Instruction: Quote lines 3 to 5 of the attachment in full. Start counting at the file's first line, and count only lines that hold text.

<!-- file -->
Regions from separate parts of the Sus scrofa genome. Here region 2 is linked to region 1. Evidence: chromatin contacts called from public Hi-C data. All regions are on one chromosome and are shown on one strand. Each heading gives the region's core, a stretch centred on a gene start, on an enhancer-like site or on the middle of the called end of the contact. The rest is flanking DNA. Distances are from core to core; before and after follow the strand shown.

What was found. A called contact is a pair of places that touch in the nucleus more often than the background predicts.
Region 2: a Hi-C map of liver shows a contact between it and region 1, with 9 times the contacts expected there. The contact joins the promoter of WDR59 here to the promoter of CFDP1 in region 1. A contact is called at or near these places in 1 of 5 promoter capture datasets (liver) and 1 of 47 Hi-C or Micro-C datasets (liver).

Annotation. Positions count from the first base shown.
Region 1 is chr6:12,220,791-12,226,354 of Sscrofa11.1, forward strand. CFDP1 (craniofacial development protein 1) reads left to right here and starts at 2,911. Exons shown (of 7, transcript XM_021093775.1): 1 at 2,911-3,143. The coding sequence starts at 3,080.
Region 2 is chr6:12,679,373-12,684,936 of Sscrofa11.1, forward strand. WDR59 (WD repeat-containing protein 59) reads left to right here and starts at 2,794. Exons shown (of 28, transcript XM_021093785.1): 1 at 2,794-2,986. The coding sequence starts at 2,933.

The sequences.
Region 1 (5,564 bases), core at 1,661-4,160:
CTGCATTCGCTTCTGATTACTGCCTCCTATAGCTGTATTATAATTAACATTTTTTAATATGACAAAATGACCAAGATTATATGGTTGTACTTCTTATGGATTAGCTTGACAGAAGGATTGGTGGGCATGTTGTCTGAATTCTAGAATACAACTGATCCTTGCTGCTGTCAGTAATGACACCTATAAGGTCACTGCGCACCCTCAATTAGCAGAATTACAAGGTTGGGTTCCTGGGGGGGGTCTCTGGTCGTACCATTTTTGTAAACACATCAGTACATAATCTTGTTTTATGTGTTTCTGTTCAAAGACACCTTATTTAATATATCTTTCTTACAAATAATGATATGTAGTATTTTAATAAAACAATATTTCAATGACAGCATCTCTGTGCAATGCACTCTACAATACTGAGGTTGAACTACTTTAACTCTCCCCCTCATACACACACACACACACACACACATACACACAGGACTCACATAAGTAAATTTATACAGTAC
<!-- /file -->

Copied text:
Region 2: a Hi-C map of liver shows a contact between it and region 1, with 9 times the contacts expected there. The contact joins the promoter of WDR59 here to the promoter of CFDP1 in region 1. A contact is called at or near these places in 1 of 5 promoter capture datasets (liver) and 1 of 47 Hi-C or Micro-C datasets (liver).

Annotation. Positions count from the first base shown.
Region 1 is chr6:12,220,791-12,226,354 of Sscrofa11.1, forward strand. CFDP1 (craniofacial development protein 1) reads left to right here and starts at 2,911. Exons shown (of 7, transcript XM_021093775.1): 1 at 2,911-3,143. The coding sequence starts at 3,080.